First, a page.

60 years after the adoption of the European Social Charter, a multitude of challenges remain, especially regarding the local anchorage, underlined President of the Congress of Local and Regional Authorities Leendert Verbeek, ahead of the Charter’s anniversary on October 18, 2021.
When the Social Charter was adopted in 1961, it was “a milestone for European countries, and for international law in general”. New key rights – such as the right to health, to housing, and to education – recognised as fundamental rights at the European level. According to the President, “this recognition was a crucial step in making their progress possible across the European continent”.
However, he noted that the implementation of the Social Charter in member States remains unsatisfactory and uneven, despite social issues becoming even more relevant. Thus, Leendert Verbeek stated that the Social Charter “now needs to develop an effective local anchorage” and reminded us of the crucial and often under-estimated role of local and regional authorities in the defence of social rights. At their level, “communities have all the assets to be at the frontline of the defence of social rights”, which are “daily rights”. As a matter of fact, these authorities often oversee some of the most pressing social policies, as was the case during the health crisis. Moreover, their intimate proximity with citizens allows them to establish a continuous dialogue between inhabitants and to raise awareness on social rights issues.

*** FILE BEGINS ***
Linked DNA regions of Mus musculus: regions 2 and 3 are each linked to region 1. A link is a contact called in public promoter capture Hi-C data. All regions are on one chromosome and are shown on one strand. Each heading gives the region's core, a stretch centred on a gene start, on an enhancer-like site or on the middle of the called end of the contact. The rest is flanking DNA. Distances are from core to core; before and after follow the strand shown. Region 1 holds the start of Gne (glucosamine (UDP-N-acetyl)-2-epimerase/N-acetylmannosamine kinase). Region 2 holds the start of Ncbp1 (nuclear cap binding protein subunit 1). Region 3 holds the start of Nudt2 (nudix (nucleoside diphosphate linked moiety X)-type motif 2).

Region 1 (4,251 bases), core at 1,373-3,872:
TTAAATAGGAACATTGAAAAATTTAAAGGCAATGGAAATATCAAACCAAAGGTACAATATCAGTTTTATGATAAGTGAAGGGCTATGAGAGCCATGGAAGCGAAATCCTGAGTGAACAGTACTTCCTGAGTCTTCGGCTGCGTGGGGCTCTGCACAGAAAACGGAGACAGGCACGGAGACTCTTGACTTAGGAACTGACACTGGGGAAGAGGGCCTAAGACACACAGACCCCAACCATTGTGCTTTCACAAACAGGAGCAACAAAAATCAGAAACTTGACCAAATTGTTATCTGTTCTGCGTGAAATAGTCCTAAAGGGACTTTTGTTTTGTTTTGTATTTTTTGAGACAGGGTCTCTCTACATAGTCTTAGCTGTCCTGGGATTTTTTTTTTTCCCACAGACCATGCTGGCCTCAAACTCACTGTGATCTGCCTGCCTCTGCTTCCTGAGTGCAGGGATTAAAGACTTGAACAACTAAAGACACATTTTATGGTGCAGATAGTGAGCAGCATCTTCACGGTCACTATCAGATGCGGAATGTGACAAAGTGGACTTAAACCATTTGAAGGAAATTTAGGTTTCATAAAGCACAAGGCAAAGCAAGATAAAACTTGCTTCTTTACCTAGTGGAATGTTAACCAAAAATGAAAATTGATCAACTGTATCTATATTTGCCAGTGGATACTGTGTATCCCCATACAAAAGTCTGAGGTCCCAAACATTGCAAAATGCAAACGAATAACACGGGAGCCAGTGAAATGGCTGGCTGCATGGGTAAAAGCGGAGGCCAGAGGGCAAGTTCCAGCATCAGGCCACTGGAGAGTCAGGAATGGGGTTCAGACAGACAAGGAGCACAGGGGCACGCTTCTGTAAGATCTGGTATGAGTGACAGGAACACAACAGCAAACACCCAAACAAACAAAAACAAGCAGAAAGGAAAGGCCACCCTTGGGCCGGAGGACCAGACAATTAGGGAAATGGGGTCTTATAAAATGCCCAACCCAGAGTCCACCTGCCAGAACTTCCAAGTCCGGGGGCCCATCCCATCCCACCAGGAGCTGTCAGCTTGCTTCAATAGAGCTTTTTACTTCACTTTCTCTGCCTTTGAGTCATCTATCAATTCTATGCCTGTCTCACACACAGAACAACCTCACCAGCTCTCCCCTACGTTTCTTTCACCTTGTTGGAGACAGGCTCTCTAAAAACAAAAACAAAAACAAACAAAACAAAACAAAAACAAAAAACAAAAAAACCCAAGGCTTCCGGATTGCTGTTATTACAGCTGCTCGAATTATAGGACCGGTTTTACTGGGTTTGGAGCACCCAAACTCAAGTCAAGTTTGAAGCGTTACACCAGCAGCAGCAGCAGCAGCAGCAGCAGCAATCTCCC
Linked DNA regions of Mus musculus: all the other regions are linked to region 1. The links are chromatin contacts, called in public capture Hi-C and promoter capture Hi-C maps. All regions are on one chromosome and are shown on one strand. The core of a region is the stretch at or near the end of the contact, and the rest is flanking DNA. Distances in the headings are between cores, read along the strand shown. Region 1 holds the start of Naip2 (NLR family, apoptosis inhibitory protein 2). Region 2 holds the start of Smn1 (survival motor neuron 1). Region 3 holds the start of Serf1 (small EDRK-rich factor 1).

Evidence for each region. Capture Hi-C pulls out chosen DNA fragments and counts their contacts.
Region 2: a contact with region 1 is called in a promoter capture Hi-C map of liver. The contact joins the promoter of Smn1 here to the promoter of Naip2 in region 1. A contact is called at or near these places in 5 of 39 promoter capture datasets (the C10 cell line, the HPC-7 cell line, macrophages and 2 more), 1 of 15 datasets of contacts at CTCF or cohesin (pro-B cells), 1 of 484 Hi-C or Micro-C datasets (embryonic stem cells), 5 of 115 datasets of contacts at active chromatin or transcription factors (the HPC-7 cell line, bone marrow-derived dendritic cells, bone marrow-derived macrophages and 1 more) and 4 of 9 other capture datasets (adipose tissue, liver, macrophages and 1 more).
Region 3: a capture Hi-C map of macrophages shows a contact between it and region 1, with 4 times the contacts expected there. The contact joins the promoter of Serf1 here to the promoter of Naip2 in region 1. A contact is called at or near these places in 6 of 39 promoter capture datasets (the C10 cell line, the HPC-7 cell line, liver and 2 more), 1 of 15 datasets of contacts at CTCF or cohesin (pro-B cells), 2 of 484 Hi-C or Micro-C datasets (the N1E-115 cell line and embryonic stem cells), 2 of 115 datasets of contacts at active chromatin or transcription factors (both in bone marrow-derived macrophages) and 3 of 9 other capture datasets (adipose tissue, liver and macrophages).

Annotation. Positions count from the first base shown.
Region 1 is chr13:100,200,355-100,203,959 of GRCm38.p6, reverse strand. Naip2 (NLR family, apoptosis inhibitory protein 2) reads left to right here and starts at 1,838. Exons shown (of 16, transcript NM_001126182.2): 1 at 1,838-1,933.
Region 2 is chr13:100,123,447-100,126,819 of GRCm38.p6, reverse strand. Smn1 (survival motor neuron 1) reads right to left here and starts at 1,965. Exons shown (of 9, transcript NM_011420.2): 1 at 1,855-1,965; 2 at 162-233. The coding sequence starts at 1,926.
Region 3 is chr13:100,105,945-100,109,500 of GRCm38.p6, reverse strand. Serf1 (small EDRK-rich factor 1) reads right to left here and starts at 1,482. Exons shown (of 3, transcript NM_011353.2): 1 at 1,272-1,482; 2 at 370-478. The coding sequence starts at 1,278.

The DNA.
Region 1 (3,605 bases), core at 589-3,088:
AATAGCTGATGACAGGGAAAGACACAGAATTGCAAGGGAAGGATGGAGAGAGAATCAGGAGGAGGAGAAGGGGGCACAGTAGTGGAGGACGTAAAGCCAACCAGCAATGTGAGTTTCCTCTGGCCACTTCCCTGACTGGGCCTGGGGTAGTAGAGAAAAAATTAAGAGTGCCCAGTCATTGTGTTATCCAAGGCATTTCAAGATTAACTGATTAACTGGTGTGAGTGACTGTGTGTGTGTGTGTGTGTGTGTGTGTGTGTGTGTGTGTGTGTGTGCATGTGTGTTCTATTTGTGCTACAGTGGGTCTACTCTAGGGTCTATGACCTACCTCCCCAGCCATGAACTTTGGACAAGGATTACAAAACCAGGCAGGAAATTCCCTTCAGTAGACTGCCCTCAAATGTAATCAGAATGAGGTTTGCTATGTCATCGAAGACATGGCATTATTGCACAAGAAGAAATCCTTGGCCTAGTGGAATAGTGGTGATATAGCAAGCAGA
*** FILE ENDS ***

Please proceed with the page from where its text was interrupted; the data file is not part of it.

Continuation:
“The Congress stands by the Council of Europe and the European Committee of Social Rights for the defence and promotion of these most valuable rights” concluded President Verbeek.